You know, we can look around the world today and even our own country and think that the evil and chaos we see is all man-made, the product of individual and group corruption — and that would certainly be true in part. But it doesn’t explain the depth and utter depravity of it. It’s uglier and deadlier than any human being could imagine or create. The mass shootings we see almost daily — more than 400 last year alone, with many of the perpetrators committing suicide afterwards; the slaughter of millions of unborn babies every year, the glorification of blatant lies, the indiscriminate killing of innocent men, women and children in Israel and Gaza; the deliberate targeting of innocent civilians in Ukraine and the bitter in-fighting within the Church itself — all these things are unmistakable signs of the work of Satan and his legions.
There are so many strident and dysfunctional voices in the world today. They’re everywhere and they come at us all the time — 24/7, 365 days a year, year after year. They tell us what to buy, what to wear, how to look and what to feel. They even tell us what and how to think, and who and what to believe. They tend to demonize those who disagree with them and glorify those whom they acclaim, while minimizing or ignoring God completely — or even worse, attributing to God the worst lies imaginable. Now, THAT is the work of the devil himself — and millions, if not billions, have swallowed his lies — hook, line and sinker. The question the Lord asks us today is “Will we too?” Whose voices are we listening to, God’s or Satan’s??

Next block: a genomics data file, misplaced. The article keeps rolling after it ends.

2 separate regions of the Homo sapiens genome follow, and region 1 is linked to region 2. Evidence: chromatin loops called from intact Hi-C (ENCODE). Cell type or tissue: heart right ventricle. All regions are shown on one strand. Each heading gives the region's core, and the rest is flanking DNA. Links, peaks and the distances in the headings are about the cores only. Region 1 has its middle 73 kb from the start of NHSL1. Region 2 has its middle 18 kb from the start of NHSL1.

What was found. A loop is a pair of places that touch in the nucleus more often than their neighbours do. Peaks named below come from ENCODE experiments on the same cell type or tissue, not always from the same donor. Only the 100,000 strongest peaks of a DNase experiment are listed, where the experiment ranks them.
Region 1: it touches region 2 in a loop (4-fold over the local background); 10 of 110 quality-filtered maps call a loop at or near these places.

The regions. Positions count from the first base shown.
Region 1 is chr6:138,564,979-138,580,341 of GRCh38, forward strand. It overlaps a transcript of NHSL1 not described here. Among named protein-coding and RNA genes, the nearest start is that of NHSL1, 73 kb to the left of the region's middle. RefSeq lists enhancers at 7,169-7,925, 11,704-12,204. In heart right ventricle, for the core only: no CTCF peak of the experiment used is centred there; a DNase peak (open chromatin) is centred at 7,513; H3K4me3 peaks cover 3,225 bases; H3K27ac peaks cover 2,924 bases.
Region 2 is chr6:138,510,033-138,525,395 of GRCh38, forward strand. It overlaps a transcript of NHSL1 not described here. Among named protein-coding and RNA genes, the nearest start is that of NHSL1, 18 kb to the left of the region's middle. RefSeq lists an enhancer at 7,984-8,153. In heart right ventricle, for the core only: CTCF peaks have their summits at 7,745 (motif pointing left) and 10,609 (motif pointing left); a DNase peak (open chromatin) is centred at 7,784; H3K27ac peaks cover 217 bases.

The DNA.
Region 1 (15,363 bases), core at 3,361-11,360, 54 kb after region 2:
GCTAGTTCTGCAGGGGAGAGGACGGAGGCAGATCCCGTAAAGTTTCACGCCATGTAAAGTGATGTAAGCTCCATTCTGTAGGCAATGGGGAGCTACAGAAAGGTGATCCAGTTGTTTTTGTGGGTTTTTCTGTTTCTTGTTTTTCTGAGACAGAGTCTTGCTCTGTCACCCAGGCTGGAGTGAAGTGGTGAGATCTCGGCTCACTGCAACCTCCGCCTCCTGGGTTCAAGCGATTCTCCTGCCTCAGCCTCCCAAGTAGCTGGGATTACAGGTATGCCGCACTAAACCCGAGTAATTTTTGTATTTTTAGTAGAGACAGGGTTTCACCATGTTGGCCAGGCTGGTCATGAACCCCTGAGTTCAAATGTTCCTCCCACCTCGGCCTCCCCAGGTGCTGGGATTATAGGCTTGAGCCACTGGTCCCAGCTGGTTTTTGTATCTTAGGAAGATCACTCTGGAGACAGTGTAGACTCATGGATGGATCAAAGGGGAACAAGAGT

Satan is the prince of lies, the great deceiver, who will do anything, say anything, become anything to entrap us and destroy us. His biggest lie is that God doesn’t exist, that He’s a child’s fantasy. If that doesn’t work, he then tells us that we are so bad that God won’t forgive us, that He doesn’t care about us or listen to us or love us, that He can’t be trusted and that He wants to punish us for the slightest lapse. And because He doesn’t care about us, we shouldn’t care about Him. We should glorify our senses and seek pleasure, power and prosperity more than anything else. We should look out for number one and forget those beneath us, because they are suckers and losers who don’t deserve our friendship. If it feels good, do it. Don’t trust those who don’t look or act like you. Don’t keep their company; avoid them like the plague. Grab as much gusto as you can and don’t worry about breaking a few rules. Don’t be kind or forgiving towards others; that’s for sissies. Be tough, aggressive, belligerent; destroy your enemies before they destroy you. These are some of Satan’s most common lies and from what I can see, he’s doing a pretty good job of selling them to an unsuspecting world.